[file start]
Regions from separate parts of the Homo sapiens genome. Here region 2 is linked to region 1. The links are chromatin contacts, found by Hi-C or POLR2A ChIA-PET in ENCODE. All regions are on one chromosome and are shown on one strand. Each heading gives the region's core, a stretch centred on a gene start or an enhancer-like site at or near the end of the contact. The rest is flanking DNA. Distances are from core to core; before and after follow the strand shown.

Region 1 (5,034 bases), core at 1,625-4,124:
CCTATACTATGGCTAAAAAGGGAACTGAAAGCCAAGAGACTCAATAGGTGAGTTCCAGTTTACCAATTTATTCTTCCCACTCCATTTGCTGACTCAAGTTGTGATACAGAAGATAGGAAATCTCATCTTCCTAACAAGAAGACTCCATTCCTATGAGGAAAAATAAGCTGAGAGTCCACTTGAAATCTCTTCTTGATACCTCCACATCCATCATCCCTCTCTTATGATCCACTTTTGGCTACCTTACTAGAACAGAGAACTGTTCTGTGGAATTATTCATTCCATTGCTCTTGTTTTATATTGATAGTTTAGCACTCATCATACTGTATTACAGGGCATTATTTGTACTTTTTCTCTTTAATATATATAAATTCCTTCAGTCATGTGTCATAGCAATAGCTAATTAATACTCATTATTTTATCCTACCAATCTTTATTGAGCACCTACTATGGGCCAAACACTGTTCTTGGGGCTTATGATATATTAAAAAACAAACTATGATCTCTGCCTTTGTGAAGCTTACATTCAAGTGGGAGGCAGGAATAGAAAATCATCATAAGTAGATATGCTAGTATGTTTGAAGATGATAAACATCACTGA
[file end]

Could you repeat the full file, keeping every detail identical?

Regions from separate parts of the Homo sapiens genome. Here region 2 is linked to region 1. The links are chromatin contacts, found by Hi-C or POLR2A ChIA-PET in ENCODE. All regions are on one chromosome and are shown on one strand. Each heading gives the region's core, a stretch centred on a gene start or an enhancer-like site at or near the end of the contact. The rest is flanking DNA. Distances are from core to core; before and after follow the strand shown.

Region 1 (5,034 bases), core at 1,625-4,124:
CCTATACTATGGCTAAAAAGGGAACTGAAAGCCAAGAGACTCAATAGGTGAGTTCCAGTTTACCAATTTATTCTTCCCACTCCATTTGCTGACTCAAGTTGTGATACAGAAGATAGGAAATCTCATCTTCCTAACAAGAAGACTCCATTCCTATGAGGAAAAATAAGCTGAGAGTCCACTTGAAATCTCTTCTTGATACCTCCACATCCATCATCCCTCTCTTATGATCCACTTTTGGCTACCTTACTAGAACAGAGAACTGTTCTGTGGAATTATTCATTCCATTGCTCTTGTTTTATATTGATAGTTTAGCACTCATCATACTGTATTACAGGGCATTATTTGTACTTTTTCTCTTTAATATATATAAATTCCTTCAGTCATGTGTCATAGCAATAGCTAATTAATACTCATTATTTTATCCTACCAATCTTTATTGAGCACCTACTATGGGCCAAACACTGTTCTTGGGGCTTATGATATATTAAAAAACAAACTATGATCTCTGCCTTTGTGAAGCTTACATTCAAGTGGGAGGCAGGAATAGAAAATCATCATAAGTAGATATGCTAGTATGTTTGAAGATGATAAACATCACTGA